Tips for having a safe Halloween amid the COVID-19 pandemic

safe Halloween-Trick-or-treat!! Usually the important question on Halloween is, what should I dress up for this Halloween? But this year, there is another thing to worry about. Covid-19. Don’t let Covid-19 cancel your Halloween. So, there are only a few times left until gangs of ghouls, goblins, scary ghosts and cute fairies are ringing your doorbell hoping to receive their favourite sweet Treat. So, are you ready or are you thinking how the coronavirus will impact Halloween.

Check your local CoronaVirus updates and consider the situation:

If you are living in a place with increasing numbers of Covid-19 cases, you should consider it and make appropriate decisions accordingly. Experts suggest that a positive rate higher than 5% (meaning 5% or more of Covid-19 tests are coming back positive) should set off alarm bells.

In some places where viruses are widely circulating are banning trick-or-treating. Please take your community guidelines seriously because that indicates how much risk you and your family could face by going out.

You also need to consider your personal risk level. Older adults and people with underlying conditions, including type 2 diabetes, kidney disease, heart conditions, cancer and obesity, are more likely to become seriously ill and require hospitalization if they catch the coronavirus, according to the Centers for Disease Control and Prevention (CDC). You should err on the side of caution.

Add the right masks in your costumes: Halloween is the one time of year it’s easy to get kids to wear masks. But typically, the mask that comes with their costumes doesn’t offer sufficient protection against the coronavirus. With a plastic mask that covers the face but doesn’t prevent respiratory droplets — the kind that can transmit the coronavirus — from getting in or out. Children can wear these costume masks but only if they also put on a COVID-19 protective face covering underneath or on top. Another choice of mask that is both decorative and protective — you’ll probably see lots of them this year. Be sure any mask you purchase has at least two layers of cotton and fits snugly over the mouth and nose. Keep Social Distance while distributing candy This year, it will be a better idea to place your candy outside instead of keeping the candy inside home so kids can pick it up without any close interaction with you. You can make packs with candies and be creative instead of putting it in a single bowl or making an adorable candy chute out of 6 foot PVC pipe plus some cheesecloth, paint, glue and plastic skeleton decorations. Placing a candy in one end of the chute lets you stay away from the child, while she’ll have great fun collecting her treat from the other end.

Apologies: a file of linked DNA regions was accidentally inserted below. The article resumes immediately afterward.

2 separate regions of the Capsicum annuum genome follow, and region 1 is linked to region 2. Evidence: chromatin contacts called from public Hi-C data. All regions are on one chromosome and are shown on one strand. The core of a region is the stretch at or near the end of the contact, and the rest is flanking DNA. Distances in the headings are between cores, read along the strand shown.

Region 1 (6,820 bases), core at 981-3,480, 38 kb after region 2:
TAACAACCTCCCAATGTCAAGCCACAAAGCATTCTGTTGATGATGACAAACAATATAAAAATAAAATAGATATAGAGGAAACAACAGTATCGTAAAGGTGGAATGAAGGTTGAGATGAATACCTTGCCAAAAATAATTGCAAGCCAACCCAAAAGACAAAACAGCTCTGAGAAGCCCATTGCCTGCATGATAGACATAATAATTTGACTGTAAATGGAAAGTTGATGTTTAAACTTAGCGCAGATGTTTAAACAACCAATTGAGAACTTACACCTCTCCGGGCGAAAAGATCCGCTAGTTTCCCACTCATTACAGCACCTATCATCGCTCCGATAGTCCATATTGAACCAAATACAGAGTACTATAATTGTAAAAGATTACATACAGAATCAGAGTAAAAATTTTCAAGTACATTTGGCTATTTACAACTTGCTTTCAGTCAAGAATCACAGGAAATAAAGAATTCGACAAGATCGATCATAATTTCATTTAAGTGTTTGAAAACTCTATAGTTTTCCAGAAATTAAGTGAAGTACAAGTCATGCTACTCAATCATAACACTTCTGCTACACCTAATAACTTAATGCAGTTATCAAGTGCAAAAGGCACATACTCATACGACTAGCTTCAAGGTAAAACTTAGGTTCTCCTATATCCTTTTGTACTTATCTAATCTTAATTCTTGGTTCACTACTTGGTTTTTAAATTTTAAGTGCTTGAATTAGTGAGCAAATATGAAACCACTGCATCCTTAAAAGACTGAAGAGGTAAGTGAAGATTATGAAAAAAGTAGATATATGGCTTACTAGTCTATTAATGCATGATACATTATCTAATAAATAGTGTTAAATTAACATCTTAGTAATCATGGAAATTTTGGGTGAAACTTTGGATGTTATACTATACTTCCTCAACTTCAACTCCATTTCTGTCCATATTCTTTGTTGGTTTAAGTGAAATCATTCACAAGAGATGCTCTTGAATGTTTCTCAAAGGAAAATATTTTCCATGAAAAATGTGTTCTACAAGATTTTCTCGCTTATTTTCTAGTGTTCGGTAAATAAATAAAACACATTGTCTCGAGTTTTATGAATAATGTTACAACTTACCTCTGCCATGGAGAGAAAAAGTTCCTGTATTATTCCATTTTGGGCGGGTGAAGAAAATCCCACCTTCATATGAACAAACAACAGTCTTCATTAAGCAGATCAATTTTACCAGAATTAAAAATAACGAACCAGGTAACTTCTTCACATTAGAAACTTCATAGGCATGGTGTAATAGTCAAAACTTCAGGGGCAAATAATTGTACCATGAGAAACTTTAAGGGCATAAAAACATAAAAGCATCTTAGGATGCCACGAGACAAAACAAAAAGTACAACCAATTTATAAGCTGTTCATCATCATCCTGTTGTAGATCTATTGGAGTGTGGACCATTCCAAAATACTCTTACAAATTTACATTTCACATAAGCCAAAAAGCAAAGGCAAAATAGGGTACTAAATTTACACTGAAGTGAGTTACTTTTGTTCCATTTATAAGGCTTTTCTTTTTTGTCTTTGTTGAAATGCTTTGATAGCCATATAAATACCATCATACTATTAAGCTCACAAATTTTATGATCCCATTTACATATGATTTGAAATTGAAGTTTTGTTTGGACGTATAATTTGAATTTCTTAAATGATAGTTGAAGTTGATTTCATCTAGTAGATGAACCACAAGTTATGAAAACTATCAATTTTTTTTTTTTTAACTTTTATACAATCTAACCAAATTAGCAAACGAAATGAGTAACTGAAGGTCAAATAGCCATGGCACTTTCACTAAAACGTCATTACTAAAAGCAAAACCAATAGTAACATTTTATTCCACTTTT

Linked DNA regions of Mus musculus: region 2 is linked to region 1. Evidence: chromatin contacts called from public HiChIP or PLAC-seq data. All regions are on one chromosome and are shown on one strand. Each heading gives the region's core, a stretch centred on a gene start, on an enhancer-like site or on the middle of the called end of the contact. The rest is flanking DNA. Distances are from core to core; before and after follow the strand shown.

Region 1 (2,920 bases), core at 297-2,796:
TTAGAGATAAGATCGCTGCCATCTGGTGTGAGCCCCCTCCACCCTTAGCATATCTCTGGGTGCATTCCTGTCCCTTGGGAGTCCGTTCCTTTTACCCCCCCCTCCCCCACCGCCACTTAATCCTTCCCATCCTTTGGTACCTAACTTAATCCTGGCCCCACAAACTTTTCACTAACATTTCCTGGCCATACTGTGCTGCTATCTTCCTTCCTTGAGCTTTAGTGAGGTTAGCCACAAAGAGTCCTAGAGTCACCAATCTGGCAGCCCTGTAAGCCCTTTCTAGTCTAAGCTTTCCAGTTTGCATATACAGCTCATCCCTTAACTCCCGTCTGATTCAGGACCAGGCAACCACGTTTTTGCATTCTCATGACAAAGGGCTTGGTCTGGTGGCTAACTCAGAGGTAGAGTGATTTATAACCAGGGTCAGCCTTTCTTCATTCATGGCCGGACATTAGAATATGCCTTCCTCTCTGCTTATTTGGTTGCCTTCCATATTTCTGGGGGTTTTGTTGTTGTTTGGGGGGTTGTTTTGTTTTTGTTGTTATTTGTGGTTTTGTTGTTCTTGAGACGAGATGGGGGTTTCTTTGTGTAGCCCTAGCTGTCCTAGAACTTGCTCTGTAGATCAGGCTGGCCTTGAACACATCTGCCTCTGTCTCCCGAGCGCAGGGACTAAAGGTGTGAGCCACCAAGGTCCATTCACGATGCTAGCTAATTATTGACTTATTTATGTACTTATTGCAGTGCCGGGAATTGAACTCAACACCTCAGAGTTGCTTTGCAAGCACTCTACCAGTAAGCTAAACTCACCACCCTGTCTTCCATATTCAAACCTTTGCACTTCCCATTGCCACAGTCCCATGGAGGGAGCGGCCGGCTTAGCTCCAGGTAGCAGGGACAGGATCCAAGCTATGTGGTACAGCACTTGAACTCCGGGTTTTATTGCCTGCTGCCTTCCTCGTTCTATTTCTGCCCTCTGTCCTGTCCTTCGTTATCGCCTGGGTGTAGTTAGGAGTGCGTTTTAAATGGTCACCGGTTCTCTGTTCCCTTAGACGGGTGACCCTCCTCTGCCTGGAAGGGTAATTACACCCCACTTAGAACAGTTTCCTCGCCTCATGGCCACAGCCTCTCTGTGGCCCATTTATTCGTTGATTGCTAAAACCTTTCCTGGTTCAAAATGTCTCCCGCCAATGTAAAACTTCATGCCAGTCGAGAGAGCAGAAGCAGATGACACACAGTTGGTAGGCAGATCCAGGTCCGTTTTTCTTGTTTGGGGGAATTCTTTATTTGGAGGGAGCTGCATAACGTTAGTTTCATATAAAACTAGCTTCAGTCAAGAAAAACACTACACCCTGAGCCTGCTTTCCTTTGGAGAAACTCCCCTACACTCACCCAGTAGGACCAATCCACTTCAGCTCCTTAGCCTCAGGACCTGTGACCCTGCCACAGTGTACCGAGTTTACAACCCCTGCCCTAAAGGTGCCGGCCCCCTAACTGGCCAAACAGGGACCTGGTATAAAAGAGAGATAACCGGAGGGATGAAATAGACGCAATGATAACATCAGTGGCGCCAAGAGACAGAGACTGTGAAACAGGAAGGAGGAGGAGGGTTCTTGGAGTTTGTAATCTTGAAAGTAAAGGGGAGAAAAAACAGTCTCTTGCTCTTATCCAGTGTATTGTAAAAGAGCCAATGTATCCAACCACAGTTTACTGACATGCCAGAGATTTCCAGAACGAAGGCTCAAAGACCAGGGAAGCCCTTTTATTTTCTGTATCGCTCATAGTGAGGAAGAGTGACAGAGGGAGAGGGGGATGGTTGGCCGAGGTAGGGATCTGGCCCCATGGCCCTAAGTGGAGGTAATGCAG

Add the right masks in your costumes:

Halloween is the one time of year it’s easy to get kids to wear masks. But typically, the mask that comes with their costumes doesn’t offer sufficient protection against the coronavirus. With a plastic mask that covers the face but doesn’t prevent respiratory droplets — the kind that can transmit the coronavirus — from getting in or out. Children can wear these costume masks but only if they also put on a COVID-19 protective face covering underneath or on top.

Another choice of mask that is both decorative and protective — you’ll probably see lots of them this year. Be sure any mask you purchase has at least two layers of cotton and fits snugly over the mouth and nose.

Keep Social Distance while distributing candy

This year, it will be a better idea to place your candy outside instead of keeping the candy inside home so kids can pick it up without any close interaction with you.

You can make packs with candies and be creative instead of putting it in a single bowl or making an adorable candy chute out of 6 foot PVC pipe plus some cheesecloth, paint, glue and plastic skeleton decorations. Placing a candy in one end of the chute lets you stay away from the child, while she’ll have great fun collecting her treat from the other end.

How to make it-

Switch up the Trick-or-Treating